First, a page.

By Laura . September 24, 2010 . 1:02pm
Ever since the first generation of Pokémon games, one aspect of the series has remained the same: its introduction.
We have always been introduced to the world by a professor greeting us with a cheerful, “Welcome to the world of Pokémon” speech, following which we are allowed to choose the name (and gender) of the protagonist. After doing so, your full-body avatar is shrunk down into a smaller sprite better-suited to the world you’re about to explore, and you find yourself in your parent’s house.
Every single time I went through this sequence, I thought the same thing: “Oh, what a nice, kid-friendly introduction.” And then I would continue on with the new adventure. “Gotta catch’em all.”
However, upon reading through the games’ Iwata Asks interviews in preparation for our ongoing coverage of Pokémon Black/White, something different clicked in Ishaan and I this time around, and took us down a train of thought we’d never considered before.
Before I continue, I’m going to wax philosophical for a moment. There exists an old philosophy that states that the body and mind are separate, with the mind commonly referred to as the “spirit” or “soul.” The two are connected at a single conduit by which they communicate with each other. The two do not affect the other except through that point, such as sensations felt through the nerves or the mind’s instructions for the body to move.
Remember that this theory was formed at least 400 years ago, so there was no such thing as brain imaging at the time. This philosophy was called Cartesian Dualism. Another way to imagine this is that the mind is controlling the body from a separate dimension or plane of existence.
You can’t really apply this theory to most videogames. In most games, you are playing as the character you represent. You are Cloud as you wander through Midgar; you are Lloyd as you go through Sylvarant; you are Wander as you slay the Colossi.
In Pokémon Black/White, however, this isn’t the case. In Black/White, you are someone playing through a character in Isshu. You are not the character in Isshu, but you are playing through him, which is a subtle but important difference.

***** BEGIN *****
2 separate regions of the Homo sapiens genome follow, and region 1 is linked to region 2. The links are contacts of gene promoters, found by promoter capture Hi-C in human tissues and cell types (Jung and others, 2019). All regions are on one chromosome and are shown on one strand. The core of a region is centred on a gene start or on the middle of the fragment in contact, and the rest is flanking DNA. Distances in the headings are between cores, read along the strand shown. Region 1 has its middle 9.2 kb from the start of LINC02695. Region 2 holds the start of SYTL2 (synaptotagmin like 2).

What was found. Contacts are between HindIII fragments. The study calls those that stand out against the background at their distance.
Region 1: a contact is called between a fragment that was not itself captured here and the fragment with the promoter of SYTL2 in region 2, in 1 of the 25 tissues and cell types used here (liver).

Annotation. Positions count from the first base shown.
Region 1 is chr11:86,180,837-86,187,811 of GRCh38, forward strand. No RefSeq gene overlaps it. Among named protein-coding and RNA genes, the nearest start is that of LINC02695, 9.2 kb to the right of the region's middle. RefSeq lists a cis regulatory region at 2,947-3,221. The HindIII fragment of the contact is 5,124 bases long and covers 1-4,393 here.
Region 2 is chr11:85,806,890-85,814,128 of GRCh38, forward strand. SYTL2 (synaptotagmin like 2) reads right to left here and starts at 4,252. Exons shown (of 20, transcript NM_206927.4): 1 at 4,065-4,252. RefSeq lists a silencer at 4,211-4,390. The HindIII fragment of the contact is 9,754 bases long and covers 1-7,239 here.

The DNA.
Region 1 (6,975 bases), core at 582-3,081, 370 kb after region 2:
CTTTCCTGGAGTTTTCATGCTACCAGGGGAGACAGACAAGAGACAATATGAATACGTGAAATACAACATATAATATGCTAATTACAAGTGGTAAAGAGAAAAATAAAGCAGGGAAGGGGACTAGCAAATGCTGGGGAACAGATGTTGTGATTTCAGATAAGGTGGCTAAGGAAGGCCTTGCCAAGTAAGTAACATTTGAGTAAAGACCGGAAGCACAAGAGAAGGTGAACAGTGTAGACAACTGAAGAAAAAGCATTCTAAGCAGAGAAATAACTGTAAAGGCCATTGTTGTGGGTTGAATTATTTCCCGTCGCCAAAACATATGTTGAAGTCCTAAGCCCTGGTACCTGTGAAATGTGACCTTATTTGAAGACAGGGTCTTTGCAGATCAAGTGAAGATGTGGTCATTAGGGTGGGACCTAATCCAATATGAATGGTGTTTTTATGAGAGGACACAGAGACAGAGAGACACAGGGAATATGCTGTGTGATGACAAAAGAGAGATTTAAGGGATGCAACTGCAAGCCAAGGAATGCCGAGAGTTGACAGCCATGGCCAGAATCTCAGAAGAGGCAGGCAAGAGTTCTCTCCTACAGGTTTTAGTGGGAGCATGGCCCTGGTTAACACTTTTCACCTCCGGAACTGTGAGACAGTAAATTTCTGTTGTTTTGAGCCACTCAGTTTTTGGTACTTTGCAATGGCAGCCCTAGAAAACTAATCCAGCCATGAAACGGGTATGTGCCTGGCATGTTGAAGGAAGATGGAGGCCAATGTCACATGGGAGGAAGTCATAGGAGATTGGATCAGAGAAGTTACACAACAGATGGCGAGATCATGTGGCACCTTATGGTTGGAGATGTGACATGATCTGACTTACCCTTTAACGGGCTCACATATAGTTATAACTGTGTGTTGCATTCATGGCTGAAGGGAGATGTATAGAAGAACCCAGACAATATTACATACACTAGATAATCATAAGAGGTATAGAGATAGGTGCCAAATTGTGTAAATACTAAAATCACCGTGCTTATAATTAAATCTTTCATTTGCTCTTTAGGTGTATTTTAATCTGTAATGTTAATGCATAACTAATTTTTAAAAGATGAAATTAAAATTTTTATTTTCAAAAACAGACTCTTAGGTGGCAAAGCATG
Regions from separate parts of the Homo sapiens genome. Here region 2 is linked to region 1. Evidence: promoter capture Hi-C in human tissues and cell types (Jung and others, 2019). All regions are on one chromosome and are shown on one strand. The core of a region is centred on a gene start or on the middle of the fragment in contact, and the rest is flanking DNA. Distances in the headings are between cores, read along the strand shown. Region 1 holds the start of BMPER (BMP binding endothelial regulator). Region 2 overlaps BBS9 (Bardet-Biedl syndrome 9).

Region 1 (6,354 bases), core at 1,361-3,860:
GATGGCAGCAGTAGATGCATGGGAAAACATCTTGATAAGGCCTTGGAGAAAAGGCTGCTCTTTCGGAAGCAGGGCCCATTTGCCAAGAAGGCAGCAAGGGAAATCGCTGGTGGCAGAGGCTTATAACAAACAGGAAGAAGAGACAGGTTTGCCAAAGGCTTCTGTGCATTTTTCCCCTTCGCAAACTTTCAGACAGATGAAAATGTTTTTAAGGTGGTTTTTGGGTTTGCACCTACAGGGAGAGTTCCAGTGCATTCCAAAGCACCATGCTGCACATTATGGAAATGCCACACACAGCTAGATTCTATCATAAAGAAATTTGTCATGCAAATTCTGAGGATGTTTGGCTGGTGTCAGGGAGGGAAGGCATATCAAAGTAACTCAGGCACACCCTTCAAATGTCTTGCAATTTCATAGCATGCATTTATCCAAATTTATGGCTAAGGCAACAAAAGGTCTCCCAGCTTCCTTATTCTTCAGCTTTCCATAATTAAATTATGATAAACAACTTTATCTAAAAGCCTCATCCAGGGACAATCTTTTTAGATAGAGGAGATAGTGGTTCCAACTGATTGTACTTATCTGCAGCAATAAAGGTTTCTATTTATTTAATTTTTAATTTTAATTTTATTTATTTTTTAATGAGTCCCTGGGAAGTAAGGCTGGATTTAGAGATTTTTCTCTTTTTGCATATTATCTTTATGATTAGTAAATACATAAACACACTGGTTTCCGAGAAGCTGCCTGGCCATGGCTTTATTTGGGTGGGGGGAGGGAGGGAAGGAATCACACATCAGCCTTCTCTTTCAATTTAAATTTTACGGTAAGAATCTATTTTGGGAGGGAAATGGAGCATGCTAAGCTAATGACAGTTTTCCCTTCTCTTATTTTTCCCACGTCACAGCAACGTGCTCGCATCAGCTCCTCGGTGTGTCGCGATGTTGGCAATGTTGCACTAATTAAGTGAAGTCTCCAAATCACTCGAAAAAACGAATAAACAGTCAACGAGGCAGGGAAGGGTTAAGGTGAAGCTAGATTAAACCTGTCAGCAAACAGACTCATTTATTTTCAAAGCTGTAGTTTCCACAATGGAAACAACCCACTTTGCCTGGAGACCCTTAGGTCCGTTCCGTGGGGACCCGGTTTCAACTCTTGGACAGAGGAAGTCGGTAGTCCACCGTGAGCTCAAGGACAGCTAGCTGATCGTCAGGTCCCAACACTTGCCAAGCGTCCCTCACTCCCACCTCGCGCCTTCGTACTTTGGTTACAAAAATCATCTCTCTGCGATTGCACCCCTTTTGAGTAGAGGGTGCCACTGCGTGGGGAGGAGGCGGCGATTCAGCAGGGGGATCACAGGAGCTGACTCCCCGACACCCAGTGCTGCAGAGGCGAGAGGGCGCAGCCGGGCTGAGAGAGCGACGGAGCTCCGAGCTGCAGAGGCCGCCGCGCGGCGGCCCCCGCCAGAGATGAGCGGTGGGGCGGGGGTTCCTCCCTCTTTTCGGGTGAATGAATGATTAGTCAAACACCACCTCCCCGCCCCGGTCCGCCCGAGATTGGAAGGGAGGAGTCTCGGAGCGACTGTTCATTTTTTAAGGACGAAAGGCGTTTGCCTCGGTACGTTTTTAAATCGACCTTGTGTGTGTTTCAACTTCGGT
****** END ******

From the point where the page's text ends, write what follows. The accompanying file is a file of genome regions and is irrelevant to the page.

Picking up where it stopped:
Perhaps a better example would be the Sims, then, where you are not the character but are simply playing through him or her (or the whole family). You know you are not that Sims character, but that you are living through a virtual reality as that character and controlling that character’s life (and possibly screwing him over royally).
This is exemplified most clearly in Black/White through the use of a new item called the C-Gear.
Every Pokémon generation (after the first one), saw the main character eventually gaining a device that would have features such as a map, a phone, and other random gadgets planted on it. It was implied that it was the character in the game that sported this device — that it was attached somewhere on him, like on his wrist or to his bag. Now, the C-Gear, which is a similar device, is yours.
This was done because, after much consideration, director Junichi Masuda decided that one of the most important focuses of Pokémon was interaction. The C-Gear facilitated several possibilities, such as enabling you to trade your Pokémon directly from the box and to trade and battle anywhere you want. In previous games, you could only trade from your party and you had to enter the Union Room every time you wanted to do so.
The C-Gear also enables players to use the DSi and DSi LL’s camera and microphone to hold video chat sessions through the “LiveCaster” function. Originally, the team had come up with the idea of the LiveCaster as a means to communicate with the professor, but then they thought, “Why not use it in real life as well?”
The reason for all of this functionality in the game was because the creators wanted to focus on communication between the players. This desire was also expressed in their creation of the Dream World. This is a “world” on the PC that the DS connects to through the use of the Wi-Fi.
There, players can interact, find items and berries, as well as old generation Pokémon with different abilities from before. It was situated “in the computer” because Masuda felt that the best way to take Pokémon to the next level was through “communication through a computer.”
The previous Wi-Fi system worked well, but Masuda wanted more, like the Dream World completely based inside the computer. At first, he thought it would be a bad idea if the player wasn’t represented as a human being in this world. After all, it’d feel weird if the Pokémon started talking after all this time.